First, Spong and now Pliny.

And the coup de grâce from the tag-team of Stark and Péguy …


German professor Thomas Heinrich Stark has quoted the aforementioned Péguy with reference to Cardinal Kasper: “Modernists are people who do not believe what they believe.” Surely in charity one would hope that reality might temper the German idealists, perhaps aided by light from the Dark Continent.


By the way, Stark’s piece in Catholic World Report, though hard, should be your constant reference point when considering the antics of the Germans.

German Idealism and Cardinal Kasper’s Theological Project

Finally… don’t forget The Ten Africans Book™.

Christ’s New Homeland – Africa: A contribution to the Synod on the Family

Christs New Homeland Africa


Ten African cardinals and bishops wrote essays about the attitudes of Africans about marriage and the family.   The indomitable Francis Card. Arinze wrote the preface.

Among the cardinals and bishops are

Card. Sarah
Card. Arinze
Card. Tumi
Card. Sarr
Arcbp. Kleda

Get a Kindle now, if you don’t have one already.  USA HERE – UK HERE


About Fr. John Zuhlsdorf

Fr. Z is the guy who runs this blog. o{]:¬)
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  1. graytown says:

    This piece is all the more enjoyable when one imagines the rich oral delivery of Fr Rutler.

  2. Art says:

    Reminds me of the segment on modernism in the church of England from “Yes, Prime Minister”.

  3. acardnal says:

    FYI, Fr. George Rutler has a new book out entitled, “He Spoke to Us: Discerning God’s Will in People and Events.”

  4. Augustine says:

    The Latin Church should break communion with the barbarian church, since the latter already has.

  5. Semper Gumby says:

    Someone, maybe it was Fr. Neuhaus, once wrote that flawed eschatology leads to a flawed ecclesiology. [Makes sense. If you don’t think you are going to be judged and that the consequences are eternal, there is no reason for liturgy, for works, for prayer, for penance, for belonging to a Church, for accepting authority, etc.]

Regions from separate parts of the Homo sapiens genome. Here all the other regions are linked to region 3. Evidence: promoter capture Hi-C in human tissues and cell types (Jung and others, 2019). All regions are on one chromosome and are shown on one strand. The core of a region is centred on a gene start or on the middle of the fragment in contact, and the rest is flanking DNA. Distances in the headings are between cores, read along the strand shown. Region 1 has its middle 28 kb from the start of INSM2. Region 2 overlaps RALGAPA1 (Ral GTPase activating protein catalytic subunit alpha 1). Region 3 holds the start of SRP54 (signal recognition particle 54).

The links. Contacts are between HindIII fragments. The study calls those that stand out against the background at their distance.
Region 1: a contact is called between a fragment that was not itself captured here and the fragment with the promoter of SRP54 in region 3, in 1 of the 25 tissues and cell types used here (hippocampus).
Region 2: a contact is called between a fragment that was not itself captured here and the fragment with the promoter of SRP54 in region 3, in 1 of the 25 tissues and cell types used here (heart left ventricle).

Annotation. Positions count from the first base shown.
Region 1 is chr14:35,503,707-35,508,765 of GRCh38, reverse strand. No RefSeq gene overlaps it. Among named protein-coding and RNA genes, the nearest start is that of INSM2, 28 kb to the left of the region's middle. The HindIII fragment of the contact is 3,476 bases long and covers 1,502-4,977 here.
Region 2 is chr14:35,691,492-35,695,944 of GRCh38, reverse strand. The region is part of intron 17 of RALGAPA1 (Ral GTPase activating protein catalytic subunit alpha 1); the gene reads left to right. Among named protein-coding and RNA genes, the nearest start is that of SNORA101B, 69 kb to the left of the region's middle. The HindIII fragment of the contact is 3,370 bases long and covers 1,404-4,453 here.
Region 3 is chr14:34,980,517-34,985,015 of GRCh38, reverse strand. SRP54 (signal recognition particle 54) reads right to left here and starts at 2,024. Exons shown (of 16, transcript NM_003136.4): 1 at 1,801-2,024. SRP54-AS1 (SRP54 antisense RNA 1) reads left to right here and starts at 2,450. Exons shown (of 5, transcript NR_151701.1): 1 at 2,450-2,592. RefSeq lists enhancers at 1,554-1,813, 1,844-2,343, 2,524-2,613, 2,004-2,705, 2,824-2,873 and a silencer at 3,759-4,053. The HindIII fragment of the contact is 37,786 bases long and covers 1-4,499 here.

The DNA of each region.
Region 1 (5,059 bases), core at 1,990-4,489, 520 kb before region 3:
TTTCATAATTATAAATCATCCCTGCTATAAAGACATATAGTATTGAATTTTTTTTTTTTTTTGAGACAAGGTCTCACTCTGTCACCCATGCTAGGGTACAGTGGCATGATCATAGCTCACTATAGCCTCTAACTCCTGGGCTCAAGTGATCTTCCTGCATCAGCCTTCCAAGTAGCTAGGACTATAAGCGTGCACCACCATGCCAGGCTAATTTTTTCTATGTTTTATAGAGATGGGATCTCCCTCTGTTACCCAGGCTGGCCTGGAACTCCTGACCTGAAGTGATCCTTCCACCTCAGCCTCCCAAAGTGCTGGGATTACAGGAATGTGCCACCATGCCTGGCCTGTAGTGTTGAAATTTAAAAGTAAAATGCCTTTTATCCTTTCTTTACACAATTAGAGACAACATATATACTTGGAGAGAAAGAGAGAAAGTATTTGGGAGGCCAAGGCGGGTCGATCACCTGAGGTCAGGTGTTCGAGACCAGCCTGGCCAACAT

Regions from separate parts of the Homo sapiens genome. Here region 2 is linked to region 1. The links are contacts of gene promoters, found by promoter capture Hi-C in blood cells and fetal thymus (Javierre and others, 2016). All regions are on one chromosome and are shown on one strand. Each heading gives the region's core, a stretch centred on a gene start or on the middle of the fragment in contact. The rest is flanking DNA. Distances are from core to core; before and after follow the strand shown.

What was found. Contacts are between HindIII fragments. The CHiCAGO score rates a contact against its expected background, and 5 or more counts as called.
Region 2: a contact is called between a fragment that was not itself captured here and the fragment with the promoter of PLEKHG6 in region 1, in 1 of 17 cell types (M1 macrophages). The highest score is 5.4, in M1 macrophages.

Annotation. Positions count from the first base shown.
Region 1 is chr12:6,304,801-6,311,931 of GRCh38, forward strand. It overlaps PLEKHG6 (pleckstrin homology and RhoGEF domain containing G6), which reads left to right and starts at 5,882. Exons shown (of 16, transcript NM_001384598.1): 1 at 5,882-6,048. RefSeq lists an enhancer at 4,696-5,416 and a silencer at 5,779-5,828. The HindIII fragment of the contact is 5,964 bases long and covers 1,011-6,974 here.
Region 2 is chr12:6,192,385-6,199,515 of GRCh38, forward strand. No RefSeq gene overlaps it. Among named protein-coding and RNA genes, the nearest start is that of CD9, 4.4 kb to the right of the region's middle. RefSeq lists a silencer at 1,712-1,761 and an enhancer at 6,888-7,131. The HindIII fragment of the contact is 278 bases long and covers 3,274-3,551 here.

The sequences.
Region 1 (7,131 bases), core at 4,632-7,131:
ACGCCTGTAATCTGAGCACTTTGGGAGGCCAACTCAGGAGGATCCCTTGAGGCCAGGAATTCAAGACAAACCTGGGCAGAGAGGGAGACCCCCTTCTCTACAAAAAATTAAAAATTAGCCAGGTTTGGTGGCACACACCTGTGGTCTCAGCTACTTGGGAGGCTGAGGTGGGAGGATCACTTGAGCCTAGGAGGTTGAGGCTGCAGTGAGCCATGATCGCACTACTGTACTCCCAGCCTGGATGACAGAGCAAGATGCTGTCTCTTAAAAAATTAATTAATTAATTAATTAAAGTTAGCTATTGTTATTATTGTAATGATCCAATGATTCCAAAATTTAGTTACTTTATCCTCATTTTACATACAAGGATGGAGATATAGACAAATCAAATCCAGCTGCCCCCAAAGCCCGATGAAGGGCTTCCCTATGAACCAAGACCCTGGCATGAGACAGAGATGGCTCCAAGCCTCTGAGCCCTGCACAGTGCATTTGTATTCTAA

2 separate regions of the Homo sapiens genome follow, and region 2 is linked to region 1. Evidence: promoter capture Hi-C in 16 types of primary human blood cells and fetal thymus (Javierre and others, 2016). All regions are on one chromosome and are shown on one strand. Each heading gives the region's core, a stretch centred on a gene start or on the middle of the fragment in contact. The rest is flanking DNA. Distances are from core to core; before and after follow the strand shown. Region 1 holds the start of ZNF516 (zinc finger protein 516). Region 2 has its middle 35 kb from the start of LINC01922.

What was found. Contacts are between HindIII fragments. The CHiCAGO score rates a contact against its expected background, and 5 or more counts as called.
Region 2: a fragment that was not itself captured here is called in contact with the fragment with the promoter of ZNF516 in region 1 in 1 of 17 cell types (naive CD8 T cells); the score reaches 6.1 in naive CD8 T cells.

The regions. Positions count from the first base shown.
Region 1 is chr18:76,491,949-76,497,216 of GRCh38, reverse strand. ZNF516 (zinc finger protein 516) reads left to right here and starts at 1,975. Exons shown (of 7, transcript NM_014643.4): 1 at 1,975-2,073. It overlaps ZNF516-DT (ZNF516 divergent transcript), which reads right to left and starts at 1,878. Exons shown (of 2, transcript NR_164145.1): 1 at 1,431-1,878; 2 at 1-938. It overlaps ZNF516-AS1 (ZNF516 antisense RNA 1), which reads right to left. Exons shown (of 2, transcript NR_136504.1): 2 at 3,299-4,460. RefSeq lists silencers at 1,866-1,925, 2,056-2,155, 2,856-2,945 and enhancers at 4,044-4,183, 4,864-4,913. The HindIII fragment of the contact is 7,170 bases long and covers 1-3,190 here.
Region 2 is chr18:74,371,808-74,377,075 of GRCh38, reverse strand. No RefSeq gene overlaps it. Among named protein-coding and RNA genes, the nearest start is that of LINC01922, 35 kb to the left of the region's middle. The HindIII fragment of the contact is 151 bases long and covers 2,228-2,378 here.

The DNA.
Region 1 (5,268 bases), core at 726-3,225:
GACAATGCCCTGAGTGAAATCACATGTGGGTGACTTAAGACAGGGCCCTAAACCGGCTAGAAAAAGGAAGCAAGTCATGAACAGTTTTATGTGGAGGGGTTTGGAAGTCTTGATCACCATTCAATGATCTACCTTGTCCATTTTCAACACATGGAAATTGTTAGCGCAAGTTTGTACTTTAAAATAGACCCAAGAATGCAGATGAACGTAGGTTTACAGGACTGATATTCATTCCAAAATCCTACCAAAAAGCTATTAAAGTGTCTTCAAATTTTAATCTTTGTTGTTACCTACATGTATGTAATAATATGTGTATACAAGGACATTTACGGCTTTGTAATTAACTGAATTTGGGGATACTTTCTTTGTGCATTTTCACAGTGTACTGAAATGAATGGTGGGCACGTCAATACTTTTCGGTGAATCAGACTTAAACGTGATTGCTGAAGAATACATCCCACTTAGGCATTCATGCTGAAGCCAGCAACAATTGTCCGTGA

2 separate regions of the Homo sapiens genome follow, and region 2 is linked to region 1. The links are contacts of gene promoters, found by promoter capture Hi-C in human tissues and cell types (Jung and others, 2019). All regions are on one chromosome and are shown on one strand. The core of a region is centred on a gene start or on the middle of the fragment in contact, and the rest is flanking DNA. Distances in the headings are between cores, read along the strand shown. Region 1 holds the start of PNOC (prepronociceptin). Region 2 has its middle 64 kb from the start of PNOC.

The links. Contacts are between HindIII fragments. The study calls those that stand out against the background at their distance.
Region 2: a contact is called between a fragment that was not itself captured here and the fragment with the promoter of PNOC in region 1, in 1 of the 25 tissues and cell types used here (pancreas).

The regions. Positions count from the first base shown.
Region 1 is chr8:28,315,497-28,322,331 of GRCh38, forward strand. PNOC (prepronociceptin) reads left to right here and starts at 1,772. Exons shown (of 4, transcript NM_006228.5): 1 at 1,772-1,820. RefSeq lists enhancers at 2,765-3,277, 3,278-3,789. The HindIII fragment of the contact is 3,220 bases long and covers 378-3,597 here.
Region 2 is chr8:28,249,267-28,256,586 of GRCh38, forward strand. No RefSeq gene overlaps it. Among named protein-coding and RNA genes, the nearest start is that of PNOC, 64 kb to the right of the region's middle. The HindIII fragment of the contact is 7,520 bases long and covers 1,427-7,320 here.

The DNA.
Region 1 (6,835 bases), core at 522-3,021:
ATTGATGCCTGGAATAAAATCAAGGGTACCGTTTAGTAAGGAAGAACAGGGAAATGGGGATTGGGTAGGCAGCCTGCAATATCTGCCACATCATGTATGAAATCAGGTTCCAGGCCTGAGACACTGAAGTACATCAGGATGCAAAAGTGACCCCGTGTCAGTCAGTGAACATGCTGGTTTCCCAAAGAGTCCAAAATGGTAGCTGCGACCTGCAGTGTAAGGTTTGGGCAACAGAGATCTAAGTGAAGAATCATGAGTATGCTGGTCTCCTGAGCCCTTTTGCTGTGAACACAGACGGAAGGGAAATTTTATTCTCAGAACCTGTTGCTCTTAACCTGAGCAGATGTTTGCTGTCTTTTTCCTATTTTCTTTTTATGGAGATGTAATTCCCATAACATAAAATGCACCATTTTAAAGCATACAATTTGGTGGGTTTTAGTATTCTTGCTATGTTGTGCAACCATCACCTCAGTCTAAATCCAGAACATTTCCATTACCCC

Card. Kasper, per Stark in CWR, subscribes to Teilhard de Chardin’s view that mankind will evolve/progress to its completion in the “Omega point.” So, Card. Kasper may have chucked overboard, among many other parts of the Bible, most of the Book of Revelation- no small thing.

    If this discarding is true, that explains how Card. Kasper, per Fr. Rutler, sees no contradiction between displaying racism toward his traditional Catholic brothers in Africa while simultaneously garnering a six-figure salary from the socialist multi-culti German state.

    If one dispenses with Revelation’s warnings about a persecuted Church, and if one believes in progressiveness and the Omega point, then there is no need for a Magisterium, reverent liturgy, or adherence to Gospel Truths.

  6. TNCath says:

    Fr. Rutler is another wonderful priest that they’d NEVER make a bishop because he tells the truth.

  7. Pingback: Father Rutler on the German modernists |

  8. mpmaron says:

    EWTN recent.y returned “Christ in the City” to its schedule. Good Stuff.

  9. Gerhard says:

    “Modernists are people who do not believe what they believe.”
    Deliciously redolent of that classic provision in England’s Marriage Act: “Whosoever being married shall marry [commits the offence of bigamy]”.
    A current very apt connection IMHO.

  10. frjim4321 says:

    I guess labels can mean whatever the person applying them think they might.

    They are entirely relative.